JP: PMI Composite


Thu Mar 02 18:30:00 CST 2017

Actual Previous
Composite - Level 52.2 52.3
Services - Level 51.3 51.9

Highlights
The Nikkei Composite Index for Japan fell to 52.2 in February from 52.3 in January. The Business Activity Index for Japan's services sector, also published today, fell to 51.3 from 51.9. This follows an increase in the headline index for the manufacturing PMI, published earlier this week, to 53.3 from 52.7.

The fall in the headline index for the services PMI reflected weaker, albeit still positive, growth in new orders. Similar to the manufacturing survey, the services survey showed respondents remain confident about prospects over the next twelve months.

Consistent with official labour market data showing strong conditions in January, both PMI surveys also indicate solid job growth in February, with service sector respondents reporting the fastest growth in payrolls in 45 months and manufacturers reporting the strongest increase in 34 months.

Like manufacturers, service sector respondents reported higher input costs in February, albeit at a slightly slower pace than in January. The services survey showed a small increase in selling prices in February, while the manufacturing survey suggested selling prices in that sector were broadly unchanged. Official CPI data released today showed a small increase in headline inflation but subdued underlying price pressures.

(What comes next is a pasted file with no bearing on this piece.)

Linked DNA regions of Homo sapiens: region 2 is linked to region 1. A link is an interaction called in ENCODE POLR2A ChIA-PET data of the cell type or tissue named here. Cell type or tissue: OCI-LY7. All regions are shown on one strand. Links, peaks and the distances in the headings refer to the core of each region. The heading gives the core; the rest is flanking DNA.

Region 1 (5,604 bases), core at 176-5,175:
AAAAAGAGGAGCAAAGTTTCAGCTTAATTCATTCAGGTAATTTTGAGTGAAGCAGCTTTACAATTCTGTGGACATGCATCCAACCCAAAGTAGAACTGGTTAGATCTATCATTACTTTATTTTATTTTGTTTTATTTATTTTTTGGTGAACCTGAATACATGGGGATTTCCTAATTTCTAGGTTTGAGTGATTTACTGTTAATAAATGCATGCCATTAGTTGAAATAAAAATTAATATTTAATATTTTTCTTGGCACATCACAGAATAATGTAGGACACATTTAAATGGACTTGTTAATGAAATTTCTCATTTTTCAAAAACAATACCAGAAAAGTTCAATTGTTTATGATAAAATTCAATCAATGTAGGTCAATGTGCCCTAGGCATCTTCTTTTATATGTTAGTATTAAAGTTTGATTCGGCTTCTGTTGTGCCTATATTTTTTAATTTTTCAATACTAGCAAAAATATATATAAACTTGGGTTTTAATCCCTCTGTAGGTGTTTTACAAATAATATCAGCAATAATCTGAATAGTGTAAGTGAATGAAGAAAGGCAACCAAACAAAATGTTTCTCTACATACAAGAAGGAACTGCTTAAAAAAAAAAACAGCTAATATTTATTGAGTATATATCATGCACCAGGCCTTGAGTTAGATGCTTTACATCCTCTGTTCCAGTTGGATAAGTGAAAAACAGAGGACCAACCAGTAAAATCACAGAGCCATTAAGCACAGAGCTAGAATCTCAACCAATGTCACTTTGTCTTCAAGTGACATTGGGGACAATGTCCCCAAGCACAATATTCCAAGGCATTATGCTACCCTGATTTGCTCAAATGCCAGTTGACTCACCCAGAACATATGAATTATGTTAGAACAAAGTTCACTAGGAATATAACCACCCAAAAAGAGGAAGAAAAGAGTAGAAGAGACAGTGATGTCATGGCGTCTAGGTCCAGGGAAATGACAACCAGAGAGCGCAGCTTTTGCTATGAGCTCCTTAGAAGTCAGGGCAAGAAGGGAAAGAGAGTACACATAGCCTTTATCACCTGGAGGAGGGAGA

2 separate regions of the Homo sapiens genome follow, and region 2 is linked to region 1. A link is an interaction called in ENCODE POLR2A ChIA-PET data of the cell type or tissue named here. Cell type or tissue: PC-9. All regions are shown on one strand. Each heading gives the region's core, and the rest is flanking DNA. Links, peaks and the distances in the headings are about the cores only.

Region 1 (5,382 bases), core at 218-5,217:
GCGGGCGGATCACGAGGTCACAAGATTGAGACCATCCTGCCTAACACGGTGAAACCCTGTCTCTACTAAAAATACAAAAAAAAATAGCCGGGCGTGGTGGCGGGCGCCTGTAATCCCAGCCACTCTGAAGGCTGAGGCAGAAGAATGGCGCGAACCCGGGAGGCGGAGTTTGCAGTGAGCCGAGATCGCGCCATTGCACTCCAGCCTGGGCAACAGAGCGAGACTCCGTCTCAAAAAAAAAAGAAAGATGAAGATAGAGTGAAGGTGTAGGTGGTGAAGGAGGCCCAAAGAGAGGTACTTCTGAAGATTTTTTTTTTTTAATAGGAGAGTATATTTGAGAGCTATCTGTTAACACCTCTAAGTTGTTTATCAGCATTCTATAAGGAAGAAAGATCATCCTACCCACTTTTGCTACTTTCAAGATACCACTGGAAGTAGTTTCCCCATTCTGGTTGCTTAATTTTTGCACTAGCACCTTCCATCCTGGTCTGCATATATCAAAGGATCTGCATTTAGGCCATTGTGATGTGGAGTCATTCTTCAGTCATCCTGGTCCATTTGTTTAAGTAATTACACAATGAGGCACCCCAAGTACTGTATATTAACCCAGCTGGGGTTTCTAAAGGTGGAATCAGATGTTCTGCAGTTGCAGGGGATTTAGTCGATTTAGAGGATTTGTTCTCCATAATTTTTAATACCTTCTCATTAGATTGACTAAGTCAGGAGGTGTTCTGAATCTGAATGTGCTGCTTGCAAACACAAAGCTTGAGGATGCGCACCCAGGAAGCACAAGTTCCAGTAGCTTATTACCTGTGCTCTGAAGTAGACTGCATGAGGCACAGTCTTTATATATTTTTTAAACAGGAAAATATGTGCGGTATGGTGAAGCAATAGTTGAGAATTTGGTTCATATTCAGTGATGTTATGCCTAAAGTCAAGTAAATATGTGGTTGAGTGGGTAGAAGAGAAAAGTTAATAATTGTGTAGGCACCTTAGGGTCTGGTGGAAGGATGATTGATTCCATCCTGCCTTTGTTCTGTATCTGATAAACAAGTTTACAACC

Definition
The Markit Japan Composite Purchasing Managers Index (PMI) is based on original survey data collected from a representative panel of companies based in the Japanese manufacturing and service sectors. The Composite PM is a weighted average of the Manufacturing Output Index and the Services Business Activity Index, and is based on original survey data collected from a representative panel of over 800 companies based in the Japanese manufacturing and service sectors. Survey responses reflect the change, if any, in the current month compared to the previous month based on data collected mid-month.

Description
Investors need to keep their fingers on the pulse of the economy because it dictates how various types of investments will perform. By tracking economic data such as the purchasing managers' manufacturing indexes, investors will know what the economic backdrop is for the various markets. The stock market likes to see healthy economic growth because that translates to higher corporate profits. The bond market prefers less rapid growth and is extremely sensitive to whether the economy is growing too quickly and causing potential inflationary pressures.